Like so many poets, Thomas Stearns Eliot could write a fine letter. Unlike quite so many poets, he could also illustrate those fine letters with an amusing picture or two. The T.S. Eliot Society’s web site has several examples of what the author of “The Waste Land” could do when he got thinking visually as well as textually. At the top of the post, we have a cover he drew for a book of his own, Old Possum’s Book of Practical Cats, a well-known work of Eliot’s in its own right but also indirectly known and loved by millions as the basis of Andrew Lloyd Webber’s musical Cats. Well before this satirical feline material attained such grand embellishment for and far-reaching fame on the stage, it took its first, humble public form in 1939. Had you bought Old Possum’s Book of Practical Cats then, you would have bought the one above, with Eliot’s hand-drawn cover. (It runs $37,000 now.) The very next year, a new edition came out fully illustrated by Nicholas Bentley. The inimitable Edward Gorey took his turn with the 1982 edition, and the latest, published in 2009, features the art of German illustrator Axel Scheffler.
Above and below, you can see a couple more surviving examples of what Eliot could do with pen and ink, albeit not in a context necessarily intended for publication. While Eliot’s actual handwriting may not make for easy reading, even if you can read the German in which he sometimes wrote, his drawings vividly display his impressions of the people presumably mentioned in the text. I’d have taken such pains, too, if I had the expectation some 20th-century men of letters seemed to that their collected correspondence would eventually see print. Yet Eliot himself went back and forth about it, “torn over whether to allow public access to his private letters after his death,” writes Salon’s Kera Bolonik. “‘I don’t like reading other people’s private correspondence in print, and I do not want other people to read mine,’ he said in 1927. But six years later, he admitted he had an ‘ineradicable’ desire for his letters to reach a wider audience. ‘We want to confess ourselves in writing to a few friends, and we do not always want to feel that no one but those friends will ever read what we have written'” — or see what we have drawn.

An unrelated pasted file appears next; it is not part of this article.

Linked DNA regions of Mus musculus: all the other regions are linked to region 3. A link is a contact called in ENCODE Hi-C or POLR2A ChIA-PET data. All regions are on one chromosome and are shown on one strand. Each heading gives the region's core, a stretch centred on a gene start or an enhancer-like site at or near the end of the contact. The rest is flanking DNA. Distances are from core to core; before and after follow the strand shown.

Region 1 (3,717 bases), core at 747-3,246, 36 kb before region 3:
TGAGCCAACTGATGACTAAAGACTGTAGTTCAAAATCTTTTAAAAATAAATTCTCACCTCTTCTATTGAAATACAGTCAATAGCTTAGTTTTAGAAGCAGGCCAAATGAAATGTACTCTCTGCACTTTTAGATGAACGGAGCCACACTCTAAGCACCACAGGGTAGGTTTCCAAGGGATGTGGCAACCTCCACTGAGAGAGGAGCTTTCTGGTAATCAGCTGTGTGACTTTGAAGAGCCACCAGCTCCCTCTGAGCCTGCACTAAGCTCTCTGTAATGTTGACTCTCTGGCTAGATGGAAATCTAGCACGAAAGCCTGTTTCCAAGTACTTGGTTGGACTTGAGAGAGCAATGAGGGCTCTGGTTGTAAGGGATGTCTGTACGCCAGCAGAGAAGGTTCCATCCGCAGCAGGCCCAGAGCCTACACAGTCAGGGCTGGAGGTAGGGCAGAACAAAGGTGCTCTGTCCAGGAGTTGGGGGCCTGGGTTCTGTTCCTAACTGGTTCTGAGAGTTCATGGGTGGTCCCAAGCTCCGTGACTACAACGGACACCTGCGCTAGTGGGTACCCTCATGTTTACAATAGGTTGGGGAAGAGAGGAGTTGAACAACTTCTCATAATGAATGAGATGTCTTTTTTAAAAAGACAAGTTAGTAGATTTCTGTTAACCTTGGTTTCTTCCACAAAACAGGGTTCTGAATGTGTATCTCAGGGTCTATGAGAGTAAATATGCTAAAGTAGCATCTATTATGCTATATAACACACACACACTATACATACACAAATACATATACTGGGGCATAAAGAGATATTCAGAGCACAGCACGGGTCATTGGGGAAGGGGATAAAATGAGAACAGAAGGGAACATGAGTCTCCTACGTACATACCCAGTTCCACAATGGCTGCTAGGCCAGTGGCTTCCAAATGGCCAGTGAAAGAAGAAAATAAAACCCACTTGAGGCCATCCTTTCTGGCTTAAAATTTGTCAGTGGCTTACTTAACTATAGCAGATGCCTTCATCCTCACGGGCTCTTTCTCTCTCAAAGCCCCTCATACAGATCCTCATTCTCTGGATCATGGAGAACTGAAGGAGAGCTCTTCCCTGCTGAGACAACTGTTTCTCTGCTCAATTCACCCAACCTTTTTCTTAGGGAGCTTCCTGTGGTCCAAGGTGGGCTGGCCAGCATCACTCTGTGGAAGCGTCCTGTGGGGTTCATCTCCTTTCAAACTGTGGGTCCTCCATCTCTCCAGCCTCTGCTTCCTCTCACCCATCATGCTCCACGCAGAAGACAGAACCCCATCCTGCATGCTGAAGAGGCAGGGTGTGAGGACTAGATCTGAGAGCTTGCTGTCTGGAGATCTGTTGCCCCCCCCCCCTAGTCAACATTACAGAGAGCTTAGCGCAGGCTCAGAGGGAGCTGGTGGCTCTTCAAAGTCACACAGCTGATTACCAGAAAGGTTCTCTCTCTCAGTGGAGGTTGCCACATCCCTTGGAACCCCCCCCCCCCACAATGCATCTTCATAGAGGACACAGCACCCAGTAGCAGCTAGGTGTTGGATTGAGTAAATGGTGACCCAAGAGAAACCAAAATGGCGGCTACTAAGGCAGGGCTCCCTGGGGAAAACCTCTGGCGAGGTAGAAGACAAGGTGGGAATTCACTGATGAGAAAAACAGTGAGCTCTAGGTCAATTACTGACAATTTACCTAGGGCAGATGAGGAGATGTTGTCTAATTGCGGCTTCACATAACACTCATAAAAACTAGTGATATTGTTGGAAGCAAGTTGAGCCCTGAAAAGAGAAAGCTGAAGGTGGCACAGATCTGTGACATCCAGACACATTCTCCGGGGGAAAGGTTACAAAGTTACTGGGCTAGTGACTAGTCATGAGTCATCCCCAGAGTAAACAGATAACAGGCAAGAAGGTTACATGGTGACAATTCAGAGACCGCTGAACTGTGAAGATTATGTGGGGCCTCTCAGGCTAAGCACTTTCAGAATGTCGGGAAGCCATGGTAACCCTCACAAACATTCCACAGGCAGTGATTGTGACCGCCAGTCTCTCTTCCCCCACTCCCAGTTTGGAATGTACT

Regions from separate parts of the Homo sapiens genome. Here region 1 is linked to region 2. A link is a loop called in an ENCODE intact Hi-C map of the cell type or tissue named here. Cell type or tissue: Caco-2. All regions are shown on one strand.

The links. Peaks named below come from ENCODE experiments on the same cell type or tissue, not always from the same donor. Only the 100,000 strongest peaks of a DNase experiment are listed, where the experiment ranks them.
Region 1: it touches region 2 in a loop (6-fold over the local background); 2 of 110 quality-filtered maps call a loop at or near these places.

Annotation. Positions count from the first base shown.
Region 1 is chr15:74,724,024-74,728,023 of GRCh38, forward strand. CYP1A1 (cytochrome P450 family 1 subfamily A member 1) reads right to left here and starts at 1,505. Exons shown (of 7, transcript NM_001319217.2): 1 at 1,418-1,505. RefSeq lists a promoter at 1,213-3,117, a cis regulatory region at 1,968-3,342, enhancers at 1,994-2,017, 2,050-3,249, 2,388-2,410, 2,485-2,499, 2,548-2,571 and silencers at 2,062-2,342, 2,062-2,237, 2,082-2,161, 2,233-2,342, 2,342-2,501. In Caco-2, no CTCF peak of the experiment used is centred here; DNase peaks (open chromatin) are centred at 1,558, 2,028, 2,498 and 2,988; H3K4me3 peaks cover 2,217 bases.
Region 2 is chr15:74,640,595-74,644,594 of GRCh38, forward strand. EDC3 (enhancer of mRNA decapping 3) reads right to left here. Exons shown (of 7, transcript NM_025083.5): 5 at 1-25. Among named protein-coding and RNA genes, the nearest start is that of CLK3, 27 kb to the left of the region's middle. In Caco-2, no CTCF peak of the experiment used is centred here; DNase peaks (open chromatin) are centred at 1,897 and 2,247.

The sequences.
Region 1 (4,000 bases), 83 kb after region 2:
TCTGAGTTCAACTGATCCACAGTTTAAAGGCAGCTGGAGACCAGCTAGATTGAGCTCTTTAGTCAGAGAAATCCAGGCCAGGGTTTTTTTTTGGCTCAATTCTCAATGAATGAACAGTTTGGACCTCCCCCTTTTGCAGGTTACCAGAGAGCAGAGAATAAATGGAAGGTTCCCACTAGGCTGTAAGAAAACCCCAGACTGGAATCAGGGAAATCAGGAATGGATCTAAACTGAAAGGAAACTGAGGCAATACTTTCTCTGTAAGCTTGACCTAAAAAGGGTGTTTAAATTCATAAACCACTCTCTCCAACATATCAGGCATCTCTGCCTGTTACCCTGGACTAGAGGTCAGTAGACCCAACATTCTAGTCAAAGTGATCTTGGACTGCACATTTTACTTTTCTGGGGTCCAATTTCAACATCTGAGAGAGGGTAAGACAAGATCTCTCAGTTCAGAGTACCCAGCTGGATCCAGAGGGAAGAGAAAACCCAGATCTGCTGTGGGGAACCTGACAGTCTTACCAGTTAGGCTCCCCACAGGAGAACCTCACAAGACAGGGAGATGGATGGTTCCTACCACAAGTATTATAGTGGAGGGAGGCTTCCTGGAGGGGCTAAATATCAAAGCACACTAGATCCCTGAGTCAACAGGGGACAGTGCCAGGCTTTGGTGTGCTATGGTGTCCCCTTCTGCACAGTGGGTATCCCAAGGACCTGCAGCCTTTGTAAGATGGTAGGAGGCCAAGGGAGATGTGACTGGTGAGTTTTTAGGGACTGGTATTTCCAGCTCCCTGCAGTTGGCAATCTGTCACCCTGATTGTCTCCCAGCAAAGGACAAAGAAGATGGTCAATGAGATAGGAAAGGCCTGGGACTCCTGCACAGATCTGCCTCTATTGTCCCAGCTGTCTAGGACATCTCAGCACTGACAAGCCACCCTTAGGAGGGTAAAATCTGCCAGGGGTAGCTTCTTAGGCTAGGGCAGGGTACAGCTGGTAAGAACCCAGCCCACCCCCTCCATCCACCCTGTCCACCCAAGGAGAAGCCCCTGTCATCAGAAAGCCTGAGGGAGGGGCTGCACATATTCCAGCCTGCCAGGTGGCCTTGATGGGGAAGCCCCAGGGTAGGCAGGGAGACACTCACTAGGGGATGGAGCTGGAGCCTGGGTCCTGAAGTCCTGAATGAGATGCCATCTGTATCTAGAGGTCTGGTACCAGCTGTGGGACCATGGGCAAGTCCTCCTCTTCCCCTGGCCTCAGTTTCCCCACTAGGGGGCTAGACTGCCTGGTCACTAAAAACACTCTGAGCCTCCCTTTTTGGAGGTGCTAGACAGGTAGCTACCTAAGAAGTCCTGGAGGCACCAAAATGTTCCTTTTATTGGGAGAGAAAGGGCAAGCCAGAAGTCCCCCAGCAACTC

Colin Marshall hosts and produces Notebook on Cities and Culture and writes essays on cities, language, Asia, and men’s style. He’s at work on a book about Los Angeles, A Los Angeles Primer. Follow him on Twitter at @colinmarshall or on Facebook.